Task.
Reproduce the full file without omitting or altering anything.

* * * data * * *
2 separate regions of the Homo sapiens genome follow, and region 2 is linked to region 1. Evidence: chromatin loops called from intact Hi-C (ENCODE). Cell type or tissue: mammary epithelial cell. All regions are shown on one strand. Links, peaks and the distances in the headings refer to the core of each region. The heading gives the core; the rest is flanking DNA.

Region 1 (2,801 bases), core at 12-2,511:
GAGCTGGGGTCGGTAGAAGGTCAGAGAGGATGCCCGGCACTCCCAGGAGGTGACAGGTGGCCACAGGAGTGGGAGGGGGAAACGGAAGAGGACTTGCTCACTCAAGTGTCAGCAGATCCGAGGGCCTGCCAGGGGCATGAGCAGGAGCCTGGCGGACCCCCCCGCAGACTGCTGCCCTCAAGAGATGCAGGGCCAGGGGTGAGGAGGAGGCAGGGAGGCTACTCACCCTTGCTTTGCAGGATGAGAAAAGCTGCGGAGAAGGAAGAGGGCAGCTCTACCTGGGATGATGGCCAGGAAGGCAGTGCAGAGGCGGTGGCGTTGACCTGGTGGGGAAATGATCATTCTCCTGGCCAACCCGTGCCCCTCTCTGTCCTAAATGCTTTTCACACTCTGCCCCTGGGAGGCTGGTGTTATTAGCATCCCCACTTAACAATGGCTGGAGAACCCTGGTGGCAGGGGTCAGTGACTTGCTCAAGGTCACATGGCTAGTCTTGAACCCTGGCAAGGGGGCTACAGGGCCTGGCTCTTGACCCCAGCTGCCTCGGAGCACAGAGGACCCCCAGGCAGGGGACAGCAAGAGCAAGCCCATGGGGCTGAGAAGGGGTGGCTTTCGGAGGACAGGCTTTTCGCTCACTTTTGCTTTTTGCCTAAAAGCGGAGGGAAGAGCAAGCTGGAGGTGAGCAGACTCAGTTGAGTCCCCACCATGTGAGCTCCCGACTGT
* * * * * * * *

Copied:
2 separate regions of the Homo sapiens genome follow, and region 2 is linked to region 1. Evidence: chromatin loops called from intact Hi-C (ENCODE). Cell type or tissue: mammary epithelial cell. All regions are shown on one strand. Links, peaks and the distances in the headings refer to the core of each region. The heading gives the core; the rest is flanking DNA.

Region 1 (2,801 bases), core at 12-2,511:
GAGCTGGGGTCGGTAGAAGGTCAGAGAGGATGCCCGGCACTCCCAGGAGGTGACAGGTGGCCACAGGAGTGGGAGGGGGAAACGGAAGAGGACTTGCTCACTCAAGTGTCAGCAGATCCGAGGGCCTGCCAGGGGCATGAGCAGGAGCCTGGCGGACCCCCCCGCAGACTGCTGCCCTCAAGAGATGCAGGGCCAGGGGTGAGGAGGAGGCAGGGAGGCTACTCACCCTTGCTTTGCAGGATGAGAAAAGCTGCGGAGAAGGAAGAGGGCAGCTCTACCTGGGATGATGGCCAGGAAGGCAGTGCAGAGGCGGTGGCGTTGACCTGGTGGGGAAATGATCATTCTCCTGGCCAACCCGTGCCCCTCTCTGTCCTAAATGCTTTTCACACTCTGCCCCTGGGAGGCTGGTGTTATTAGCATCCCCACTTAACAATGGCTGGAGAACCCTGGTGGCAGGGGTCAGTGACTTGCTCAAGGTCACATGGCTAGTCTTGAACCCTGGCAAGGGGGCTACAGGGCCTGGCTCTTGACCCCAGCTGCCTCGGAGCACAGAGGACCCCCAGGCAGGGGACAGCAAGAGCAAGCCCATGGGGCTGAGAAGGGGTGGCTTTCGGAGGACAGGCTTTTCGCTCACTTTTGCTTTTTGCCTAAAAGCGGAGGGAAGAGCAAGCTGGAGGTGAGCAGACTCAGTTGAGTCCCCACCATGTGAGCTCCCGACTGT